Hibs analysis: Continuity pays off as Neil Lennon coaxes more out of team

Hibs boss Neil Lennon has added more qualities to an already strong squad. Pic: SNS

Hibs boss Neil Lennon has added more qualities to an already strong squad. Pic: SNS

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In stark contrast to a Hearts side floundering amid what seems to be a never-ending period of transition, Hibs are flourishing by maintaining continuity.

Of the eleven players that started the Easter Road side’s comprehensive 3-1 victory over their city rivals in the Scottish Cup on Wednesday, eight were part of Alan Stubbs’ squad last season. Five were members of the squad two seasons ago.

Hearts, incidentally, had four starters from last season’s squad, although only two – Jamie Walker and Arnaud Djoum – could claim to have had prominent involvement in helping Robbie Neilson’s team finish third in the Premiership. The squad has basically been ripped up over the last year or so.

Neil Lennon could have been forgiven for doing likewise when he took the reins from Stubbs at Hibs last June. After two seasons of failing to win promotion from the Championship, the former Celtic manager might have decided major surgery was required and that Stubbs’ squad lacked the required mentality to get the job done. Many managers may simply have seen taking on a new job as a chance to stamp their own mark on their team by delving into the transfer market.

Instead Lennon assessed the squad and saw plenty potential among a group of players who had overcame a traumatic ending to last season to win the Scottish Cup. Goalkeeping department aside, he was thrilled with the pool he inherited. His desire to keep a fairly settled dressing-room was underlined by the fact he moved to secure Jordon Forster, the previously out-of-favour defender, on a new contract when he could easily have recruited a new player from outwith the club instead. Thus far, the manager has been vindicated for keeping changes to a minimum.

Grant Holt and Brian Graham have added extra physicality to the attack and Chris Humphrey has brought an injection of pace out wide, but generally this is the same personnel that showed so much promise under Stubbs by winning a raft of big games last season and, through last winter, were threatening to pip Rangers to the Championship title.

It would be stretching a point to suggest that Lennon has brought greater consistency to Hibs since they are currently five points worse off than at the 24-game stage last season, but they appear to have extra steel about them this season. Although Hearts played even more meekly on Wednesday than they did in the equivalent match a year previously under Robbie Neilson, Hibs’ performance was a notch up from the one they managed last February. Where last season’s victory was backs-to-the-wall at times in the second half, on Wednesday they looked in total control from start to finish.

The same could be said of the first games at Tynecastle. Last season Hibs needed to fight back from 2-0 down to salvage a replay. This time round they always looked comfortable and destined to take their hosts back to Easter Road. There is an air of maturity and experience about the team, which was possibly missing at crucial points last season.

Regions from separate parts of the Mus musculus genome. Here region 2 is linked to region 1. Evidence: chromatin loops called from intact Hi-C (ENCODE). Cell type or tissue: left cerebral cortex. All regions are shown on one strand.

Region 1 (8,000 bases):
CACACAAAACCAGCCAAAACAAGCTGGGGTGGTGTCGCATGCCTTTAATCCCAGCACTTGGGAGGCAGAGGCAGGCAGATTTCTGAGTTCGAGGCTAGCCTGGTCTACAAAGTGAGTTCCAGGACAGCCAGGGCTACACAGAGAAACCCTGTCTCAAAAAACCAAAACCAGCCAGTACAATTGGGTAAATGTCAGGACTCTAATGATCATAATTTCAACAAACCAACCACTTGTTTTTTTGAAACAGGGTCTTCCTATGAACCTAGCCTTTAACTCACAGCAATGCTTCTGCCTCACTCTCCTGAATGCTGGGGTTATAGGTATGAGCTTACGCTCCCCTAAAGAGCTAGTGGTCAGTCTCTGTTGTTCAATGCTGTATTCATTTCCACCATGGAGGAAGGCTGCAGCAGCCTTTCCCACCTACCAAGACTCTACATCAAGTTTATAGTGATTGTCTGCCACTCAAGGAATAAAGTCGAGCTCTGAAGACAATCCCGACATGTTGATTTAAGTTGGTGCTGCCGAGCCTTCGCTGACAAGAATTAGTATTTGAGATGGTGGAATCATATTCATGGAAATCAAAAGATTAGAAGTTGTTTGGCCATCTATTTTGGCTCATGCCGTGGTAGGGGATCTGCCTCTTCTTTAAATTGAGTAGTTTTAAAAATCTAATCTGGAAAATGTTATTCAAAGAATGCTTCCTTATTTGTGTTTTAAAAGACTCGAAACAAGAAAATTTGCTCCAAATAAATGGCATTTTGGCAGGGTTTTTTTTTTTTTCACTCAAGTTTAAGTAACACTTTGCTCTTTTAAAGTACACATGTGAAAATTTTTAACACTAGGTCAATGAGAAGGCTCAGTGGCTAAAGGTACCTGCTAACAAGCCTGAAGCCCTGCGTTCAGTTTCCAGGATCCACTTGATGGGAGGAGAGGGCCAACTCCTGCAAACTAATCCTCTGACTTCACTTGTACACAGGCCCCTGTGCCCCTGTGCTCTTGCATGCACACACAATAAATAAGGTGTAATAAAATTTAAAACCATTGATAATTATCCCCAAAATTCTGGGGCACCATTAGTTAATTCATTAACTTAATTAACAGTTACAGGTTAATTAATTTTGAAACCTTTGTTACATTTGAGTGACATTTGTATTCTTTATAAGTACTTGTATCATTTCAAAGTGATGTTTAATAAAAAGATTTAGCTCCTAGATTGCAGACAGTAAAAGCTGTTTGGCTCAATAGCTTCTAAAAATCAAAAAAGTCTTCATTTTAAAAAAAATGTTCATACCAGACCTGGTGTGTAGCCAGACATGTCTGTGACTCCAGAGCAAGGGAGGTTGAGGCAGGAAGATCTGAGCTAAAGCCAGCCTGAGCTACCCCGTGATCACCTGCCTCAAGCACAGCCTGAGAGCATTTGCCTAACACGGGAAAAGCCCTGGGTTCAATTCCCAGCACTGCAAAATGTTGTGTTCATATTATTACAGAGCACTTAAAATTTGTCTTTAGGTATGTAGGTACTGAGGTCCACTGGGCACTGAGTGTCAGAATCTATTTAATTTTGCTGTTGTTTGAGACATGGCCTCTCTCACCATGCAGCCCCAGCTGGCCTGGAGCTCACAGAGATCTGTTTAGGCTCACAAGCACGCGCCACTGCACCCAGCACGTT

The defensive pool of David Gray, Darren McGregor, Liam Fontaine, Paul Hanlon and Lewis Stevenson have gone from strength to strength this season, certainly in terms of keeping the back door shut. It speaks volumes about how strong Hibs are that they have coped so well in the absence of the influential Hanlon, a player who is now at a level which would allow him to command a start at any club in Scotland outwith Celtic.

Marvin Bartley, as he has been for much of his time at Hibs, continues to be the man for the big occasion. The big Englishman is routinely a dominant and destructive midfield presence in high-profile matches such as Wednesday’s and is one of several genuine leaders in Lennon’s squad. With warriors like Gray, McGregor, Bartley and the fearless John McGinn, it is easy to see why the Easter Road side can no longer be considered a soft touch. This is before we even consider the the effect of Holt, a wily and physical 35-year-old who, despite his lack of goals, has acted as an effective foil and mentor for Jason Cummings.

The young striker is one of only three players who has remained at the club since they were relegated three years ago, but he has played as big a part as any in restoring their credibility on the park in the intervening period. Having established himself as a goal-scorer of substance in Scotland’s second tier, Lennon has been busy cajoling the 21-year-old to take his game to a new level. Instead of praising him for his goals, he points out the ones he misses or aspects of his play that need attention, as he did in last Saturday’s post-Raith Rovers rant. The reward was one of Cummings’ best displays for the club on Wednesday.

With a sound structure and scouting network in place at Hibs which helped Stubbs assemble a strong pool of players, Lennon has been able to work with a settled and united group, implementing subtle tweaks here and there to make them more hard-nosed and mentally strong, but generally allowing the tight-knit nature of a squad who made history and shared life-changing memories last May to remain intact.

Hibs, as they have done for some time, continue to have the look of a Scottish Premiership top-four-team-in-waiting as they enter the business end of the season in contention for a Championship and Scottish Cup double. Lennon’s shrewd decision to maintain a level of familiarity seems certain to bear fruit.

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